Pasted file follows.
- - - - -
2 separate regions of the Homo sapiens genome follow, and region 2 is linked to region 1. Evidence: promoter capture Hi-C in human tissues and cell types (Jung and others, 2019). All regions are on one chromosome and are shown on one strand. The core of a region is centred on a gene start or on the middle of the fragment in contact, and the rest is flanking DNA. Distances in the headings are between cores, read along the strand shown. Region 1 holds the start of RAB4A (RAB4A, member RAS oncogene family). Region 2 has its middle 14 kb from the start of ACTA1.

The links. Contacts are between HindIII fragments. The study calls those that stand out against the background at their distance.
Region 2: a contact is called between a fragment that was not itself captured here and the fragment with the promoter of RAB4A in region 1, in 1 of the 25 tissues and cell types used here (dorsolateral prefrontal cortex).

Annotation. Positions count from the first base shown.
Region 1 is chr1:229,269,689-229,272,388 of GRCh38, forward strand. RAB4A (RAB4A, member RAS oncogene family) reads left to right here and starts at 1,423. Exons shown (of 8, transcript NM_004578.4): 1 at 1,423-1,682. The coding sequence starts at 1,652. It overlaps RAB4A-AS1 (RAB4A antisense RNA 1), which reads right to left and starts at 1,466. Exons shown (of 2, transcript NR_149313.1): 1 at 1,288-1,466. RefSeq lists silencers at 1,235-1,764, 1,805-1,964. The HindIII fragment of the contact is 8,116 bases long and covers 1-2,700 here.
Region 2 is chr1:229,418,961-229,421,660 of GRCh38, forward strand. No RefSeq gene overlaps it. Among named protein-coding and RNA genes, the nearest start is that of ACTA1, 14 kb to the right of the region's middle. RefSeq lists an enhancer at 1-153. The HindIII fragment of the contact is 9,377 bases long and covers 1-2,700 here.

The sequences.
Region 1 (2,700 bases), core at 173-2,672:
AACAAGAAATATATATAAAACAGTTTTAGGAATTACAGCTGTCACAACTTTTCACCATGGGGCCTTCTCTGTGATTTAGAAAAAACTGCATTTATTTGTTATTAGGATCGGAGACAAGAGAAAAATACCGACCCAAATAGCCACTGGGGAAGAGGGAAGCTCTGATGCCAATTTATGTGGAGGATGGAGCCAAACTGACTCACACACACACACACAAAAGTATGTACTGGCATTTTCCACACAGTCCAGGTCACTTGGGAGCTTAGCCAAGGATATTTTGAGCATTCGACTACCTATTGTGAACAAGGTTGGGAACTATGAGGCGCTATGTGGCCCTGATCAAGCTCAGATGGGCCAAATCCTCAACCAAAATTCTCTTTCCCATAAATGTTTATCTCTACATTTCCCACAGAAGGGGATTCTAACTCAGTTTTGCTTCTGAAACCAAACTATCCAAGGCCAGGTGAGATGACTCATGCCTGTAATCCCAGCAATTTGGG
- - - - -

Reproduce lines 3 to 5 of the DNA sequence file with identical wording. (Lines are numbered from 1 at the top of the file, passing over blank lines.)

Region 2: a contact is called between a fragment that was not itself captured here and the fragment with the promoter of RAB4A in region 1, in 1 of the 25 tissues and cell types used here (dorsolateral prefrontal cortex).

Annotation. Positions count from the first base shown.
Region 1 is chr1:229,269,689-229,272,388 of GRCh38, forward strand. RAB4A (RAB4A, member RAS oncogene family) reads left to right here and starts at 1,423. Exons shown (of 8, transcript NM_004578.4): 1 at 1,423-1,682. The coding sequence starts at 1,652. It overlaps RAB4A-AS1 (RAB4A antisense RNA 1), which reads right to left and starts at 1,466. Exons shown (of 2, transcript NR_149313.1): 1 at 1,288-1,466. RefSeq lists silencers at 1,235-1,764, 1,805-1,964. The HindIII fragment of the contact is 8,116 bases long and covers 1-2,700 here.